Falling out of love and walking away made me skinny. Grief and loss and slow recovery made me skinny. Being thin is something that happens to me only by accident. I’ve never successfully tried to slim down, though I have tried. Instead, I wake up one morning and find myself half erased. I don’t notice it happening. I’m just gone. I’ve never been able to enjoy being thin. I can’t balance in heels when I am skinny. I have the sensation of being up too high, of wanting to come down – the sense that if I fall, I will break. What even is the point of being thin. I don’t know. But I want it.

Son (age 9): “You know, mom, that you’re not fat, right? You’re just, like, regular. You know that, right?”

Me: “Yeah, buddy. Thanks. Yeah. I know that.” (I’m lying. I don’t know that.)

You never know how you look at any given moment, though. No matter how many mirrors you check. You never quite see it. You never understand until it’s over. Until you see photos of yourself in a continuum and then you can see you were tiny or you were zaftig or you were whatever.


When I first sleep with the barrel-chested basketball coach, it’s because I feel in my bones the desire to take him to bed. He’s driven us back to my apartment in the rain after a celebratory dinner at which I’d drunk four glasses of Prosecco and filled my belly with fancy Vietnamese noodles. I hadn’t realized how small I was until that moment, how small I’d become since the last time I’d been undressed with another person. It was someone else’s body in my bed with this man, not my own. Not my shape, these bones and this skin. Not me. How strange it felt to be so puny under his fleshy body. We dated for a few more weeks, spent a few more nights together, trying to build some kind of connection that wouldn’t come. He needed the room to be pitch-black every time we were naked. I never had a picture in my head of what we looked like tangled up in the sheets, breathless.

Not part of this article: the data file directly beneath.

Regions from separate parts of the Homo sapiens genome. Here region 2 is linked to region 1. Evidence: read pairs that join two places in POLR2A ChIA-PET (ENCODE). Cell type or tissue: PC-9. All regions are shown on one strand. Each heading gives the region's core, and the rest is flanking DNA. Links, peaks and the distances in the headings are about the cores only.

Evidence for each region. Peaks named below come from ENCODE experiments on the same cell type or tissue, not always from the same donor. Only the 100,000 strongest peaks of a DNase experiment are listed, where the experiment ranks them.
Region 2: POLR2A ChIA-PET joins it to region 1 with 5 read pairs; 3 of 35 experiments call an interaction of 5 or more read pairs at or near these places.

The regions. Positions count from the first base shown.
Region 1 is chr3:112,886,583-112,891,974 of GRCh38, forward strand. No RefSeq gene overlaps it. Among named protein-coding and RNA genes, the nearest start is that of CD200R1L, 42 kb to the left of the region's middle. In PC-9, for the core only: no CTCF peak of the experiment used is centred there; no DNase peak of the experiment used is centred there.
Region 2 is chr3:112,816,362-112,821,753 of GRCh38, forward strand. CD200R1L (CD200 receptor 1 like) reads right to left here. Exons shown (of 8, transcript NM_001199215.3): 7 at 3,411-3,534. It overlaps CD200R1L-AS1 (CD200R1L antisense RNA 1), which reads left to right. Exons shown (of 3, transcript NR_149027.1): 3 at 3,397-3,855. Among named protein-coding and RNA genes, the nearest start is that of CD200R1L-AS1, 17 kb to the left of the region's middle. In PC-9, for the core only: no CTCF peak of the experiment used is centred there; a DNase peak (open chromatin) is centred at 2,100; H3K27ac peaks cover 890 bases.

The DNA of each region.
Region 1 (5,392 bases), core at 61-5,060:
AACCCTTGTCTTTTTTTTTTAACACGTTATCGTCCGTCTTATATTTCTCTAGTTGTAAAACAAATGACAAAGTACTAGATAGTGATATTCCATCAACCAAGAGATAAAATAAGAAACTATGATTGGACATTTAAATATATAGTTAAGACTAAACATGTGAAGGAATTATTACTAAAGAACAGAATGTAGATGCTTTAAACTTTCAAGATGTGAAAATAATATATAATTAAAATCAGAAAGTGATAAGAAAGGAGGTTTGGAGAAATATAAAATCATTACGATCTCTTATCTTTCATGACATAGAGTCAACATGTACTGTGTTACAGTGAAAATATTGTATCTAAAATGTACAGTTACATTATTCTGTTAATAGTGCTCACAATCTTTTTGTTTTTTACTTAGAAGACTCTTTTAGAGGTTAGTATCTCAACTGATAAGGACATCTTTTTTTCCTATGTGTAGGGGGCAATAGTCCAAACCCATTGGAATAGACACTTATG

My next boyfriend is a bolt of lightning. At first sight, I am dizzy. His version of our beginning is different than mine. From this, we never recover. Our connection is intense and odd and mercurial. We break up for several months and find our way back together. Soon after we reconnect, he meets my son.

We are profoundly physically comfortable with one another. During the first months we are back together, I exhale. I expand, easing back into a familiar shape. Heavy in love. Soon I am unable to zip any of my pants. He worries aloud about his gut and about his hairline. He telegraphs this worry to me. I take it on as my own. He worries about these things in my apartment while making faces in the mirror, while furrowing his brow in a way he does only when assessing his reflection. He wants to hear that he is beautiful, but bristles when I tell him so. He is beautiful. I tell him so.

Him to me: “You know, when we met, you were really tiny. My sister gained 70 lbs. while she was on antidepressants. Do you think that’s what’s happening to you?” I don’t remember what I said in response. But this is, in fact, what is happening to me. Over the months we are together, I take three different antidepressant/antipsychotics and I gain 40 lbs. I’d wanted to put the flesh back on my body, I’d been happy to not see the ribs in my chest or feel the bones of my hips. But I begin to panic that my breasts, once extraordinary, are now simply pendulous. My ass, once two great round handfuls, has grown flat and wide, sort of pancake-y.